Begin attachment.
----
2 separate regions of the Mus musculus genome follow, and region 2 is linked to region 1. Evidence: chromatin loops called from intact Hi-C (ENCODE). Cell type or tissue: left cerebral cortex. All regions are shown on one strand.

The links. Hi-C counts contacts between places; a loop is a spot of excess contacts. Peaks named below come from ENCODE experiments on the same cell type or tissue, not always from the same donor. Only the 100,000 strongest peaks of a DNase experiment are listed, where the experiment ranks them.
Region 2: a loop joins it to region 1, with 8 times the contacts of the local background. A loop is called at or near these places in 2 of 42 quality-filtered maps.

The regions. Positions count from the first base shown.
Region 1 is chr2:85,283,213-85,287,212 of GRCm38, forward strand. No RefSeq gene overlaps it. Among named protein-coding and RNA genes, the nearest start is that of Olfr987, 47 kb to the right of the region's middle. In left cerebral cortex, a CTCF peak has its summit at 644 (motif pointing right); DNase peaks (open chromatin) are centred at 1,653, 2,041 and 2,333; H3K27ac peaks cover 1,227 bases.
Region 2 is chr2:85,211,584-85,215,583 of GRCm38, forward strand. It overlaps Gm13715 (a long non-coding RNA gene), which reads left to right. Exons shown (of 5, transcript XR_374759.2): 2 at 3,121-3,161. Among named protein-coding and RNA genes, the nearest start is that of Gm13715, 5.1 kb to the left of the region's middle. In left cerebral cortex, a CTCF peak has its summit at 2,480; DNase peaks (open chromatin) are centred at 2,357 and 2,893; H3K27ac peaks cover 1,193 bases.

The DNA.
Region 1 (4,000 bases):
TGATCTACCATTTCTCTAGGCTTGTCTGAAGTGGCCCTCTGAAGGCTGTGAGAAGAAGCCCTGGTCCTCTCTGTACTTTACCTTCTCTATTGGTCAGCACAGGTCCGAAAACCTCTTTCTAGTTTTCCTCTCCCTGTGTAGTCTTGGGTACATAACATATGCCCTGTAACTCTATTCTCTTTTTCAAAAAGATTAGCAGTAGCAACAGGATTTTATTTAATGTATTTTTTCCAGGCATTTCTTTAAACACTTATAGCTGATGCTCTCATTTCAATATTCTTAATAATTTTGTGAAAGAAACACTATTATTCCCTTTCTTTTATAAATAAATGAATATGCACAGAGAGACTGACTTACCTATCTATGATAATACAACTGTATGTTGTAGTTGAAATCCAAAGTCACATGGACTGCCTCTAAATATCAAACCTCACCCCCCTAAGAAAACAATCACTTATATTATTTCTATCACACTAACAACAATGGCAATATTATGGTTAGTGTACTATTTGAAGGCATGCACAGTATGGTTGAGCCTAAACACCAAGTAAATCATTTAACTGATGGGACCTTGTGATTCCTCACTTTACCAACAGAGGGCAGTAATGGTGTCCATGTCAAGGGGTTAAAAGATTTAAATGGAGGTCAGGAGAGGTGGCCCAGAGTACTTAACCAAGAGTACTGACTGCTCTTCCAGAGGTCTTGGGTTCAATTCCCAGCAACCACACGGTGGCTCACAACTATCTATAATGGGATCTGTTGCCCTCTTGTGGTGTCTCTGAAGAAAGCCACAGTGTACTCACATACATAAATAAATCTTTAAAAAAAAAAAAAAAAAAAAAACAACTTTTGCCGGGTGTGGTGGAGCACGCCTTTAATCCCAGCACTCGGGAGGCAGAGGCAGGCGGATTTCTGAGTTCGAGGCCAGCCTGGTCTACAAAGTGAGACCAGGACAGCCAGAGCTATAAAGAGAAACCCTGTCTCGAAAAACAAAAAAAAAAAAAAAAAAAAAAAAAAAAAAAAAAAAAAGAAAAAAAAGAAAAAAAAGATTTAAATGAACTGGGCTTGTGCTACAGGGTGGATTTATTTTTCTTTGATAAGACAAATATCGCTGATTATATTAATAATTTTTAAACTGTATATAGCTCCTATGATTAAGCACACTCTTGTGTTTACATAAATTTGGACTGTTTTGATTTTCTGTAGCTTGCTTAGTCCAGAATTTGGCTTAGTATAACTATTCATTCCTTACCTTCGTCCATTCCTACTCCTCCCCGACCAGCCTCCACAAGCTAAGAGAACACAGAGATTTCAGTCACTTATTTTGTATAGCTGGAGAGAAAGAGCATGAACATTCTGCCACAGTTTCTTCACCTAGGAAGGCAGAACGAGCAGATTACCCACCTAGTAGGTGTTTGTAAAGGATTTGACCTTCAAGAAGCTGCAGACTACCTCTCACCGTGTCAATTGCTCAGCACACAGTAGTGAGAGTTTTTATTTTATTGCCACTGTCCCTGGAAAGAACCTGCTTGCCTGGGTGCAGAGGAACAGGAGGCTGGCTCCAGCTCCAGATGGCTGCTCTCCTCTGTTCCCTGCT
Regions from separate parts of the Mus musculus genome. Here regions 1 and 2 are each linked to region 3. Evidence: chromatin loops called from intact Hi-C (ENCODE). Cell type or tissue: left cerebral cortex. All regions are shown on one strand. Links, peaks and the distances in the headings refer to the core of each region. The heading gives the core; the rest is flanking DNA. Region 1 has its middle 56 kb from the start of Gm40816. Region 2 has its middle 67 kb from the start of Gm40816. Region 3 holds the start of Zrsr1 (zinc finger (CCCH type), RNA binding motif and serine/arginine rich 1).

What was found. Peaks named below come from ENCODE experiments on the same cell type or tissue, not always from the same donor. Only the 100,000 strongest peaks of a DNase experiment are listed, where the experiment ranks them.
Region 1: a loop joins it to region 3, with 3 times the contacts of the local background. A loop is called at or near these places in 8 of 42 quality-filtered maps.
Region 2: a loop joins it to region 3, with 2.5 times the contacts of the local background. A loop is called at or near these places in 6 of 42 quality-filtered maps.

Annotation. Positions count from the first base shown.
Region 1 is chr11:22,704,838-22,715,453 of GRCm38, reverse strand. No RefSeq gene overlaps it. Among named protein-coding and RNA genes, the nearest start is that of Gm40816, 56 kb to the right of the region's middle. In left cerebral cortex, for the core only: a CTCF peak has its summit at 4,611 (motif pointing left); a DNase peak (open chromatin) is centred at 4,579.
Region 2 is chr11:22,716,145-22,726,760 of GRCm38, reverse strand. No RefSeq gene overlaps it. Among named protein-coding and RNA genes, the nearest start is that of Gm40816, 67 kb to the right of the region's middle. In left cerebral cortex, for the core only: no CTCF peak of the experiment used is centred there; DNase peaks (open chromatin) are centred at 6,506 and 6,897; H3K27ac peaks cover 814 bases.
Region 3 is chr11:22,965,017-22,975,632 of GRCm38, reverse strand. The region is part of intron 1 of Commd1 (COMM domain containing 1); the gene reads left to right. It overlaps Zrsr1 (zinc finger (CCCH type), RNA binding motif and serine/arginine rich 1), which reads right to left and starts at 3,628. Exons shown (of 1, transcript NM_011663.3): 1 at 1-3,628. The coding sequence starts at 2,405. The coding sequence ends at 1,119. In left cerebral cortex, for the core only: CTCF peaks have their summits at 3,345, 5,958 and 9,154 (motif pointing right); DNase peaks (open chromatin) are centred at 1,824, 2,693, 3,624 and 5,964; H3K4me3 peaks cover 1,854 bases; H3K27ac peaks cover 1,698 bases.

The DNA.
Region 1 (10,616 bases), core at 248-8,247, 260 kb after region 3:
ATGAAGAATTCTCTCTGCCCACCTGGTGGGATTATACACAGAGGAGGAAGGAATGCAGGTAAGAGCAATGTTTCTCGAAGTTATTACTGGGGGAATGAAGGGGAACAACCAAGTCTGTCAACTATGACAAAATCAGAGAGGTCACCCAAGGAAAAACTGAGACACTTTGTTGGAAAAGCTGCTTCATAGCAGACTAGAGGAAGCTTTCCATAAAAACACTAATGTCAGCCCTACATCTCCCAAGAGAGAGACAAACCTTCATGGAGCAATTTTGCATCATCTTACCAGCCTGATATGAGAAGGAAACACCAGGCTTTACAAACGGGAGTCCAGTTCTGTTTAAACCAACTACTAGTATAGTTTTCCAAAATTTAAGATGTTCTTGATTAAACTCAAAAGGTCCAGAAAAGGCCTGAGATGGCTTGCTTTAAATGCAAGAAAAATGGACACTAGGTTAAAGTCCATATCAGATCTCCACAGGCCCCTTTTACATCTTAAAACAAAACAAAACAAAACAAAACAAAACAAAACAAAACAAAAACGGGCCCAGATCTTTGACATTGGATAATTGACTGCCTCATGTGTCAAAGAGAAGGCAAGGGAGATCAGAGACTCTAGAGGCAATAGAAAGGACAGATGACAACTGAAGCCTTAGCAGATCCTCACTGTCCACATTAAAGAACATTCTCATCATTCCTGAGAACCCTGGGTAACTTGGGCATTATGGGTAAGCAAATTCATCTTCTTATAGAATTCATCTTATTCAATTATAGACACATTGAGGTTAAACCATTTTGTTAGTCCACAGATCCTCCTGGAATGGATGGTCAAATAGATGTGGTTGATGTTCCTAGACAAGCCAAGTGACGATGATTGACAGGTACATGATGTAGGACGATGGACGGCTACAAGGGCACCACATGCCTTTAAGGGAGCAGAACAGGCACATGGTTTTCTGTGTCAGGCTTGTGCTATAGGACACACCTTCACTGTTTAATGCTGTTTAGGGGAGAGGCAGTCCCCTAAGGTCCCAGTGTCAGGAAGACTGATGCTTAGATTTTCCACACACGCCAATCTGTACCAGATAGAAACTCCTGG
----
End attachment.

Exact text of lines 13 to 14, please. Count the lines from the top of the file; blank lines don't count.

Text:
Region 2: a loop joins it to region 3, with 2.5 times the contacts of the local background. A loop is called at or near these places in 6 of 42 quality-filtered maps.

Annotation. Positions count from the first base shown.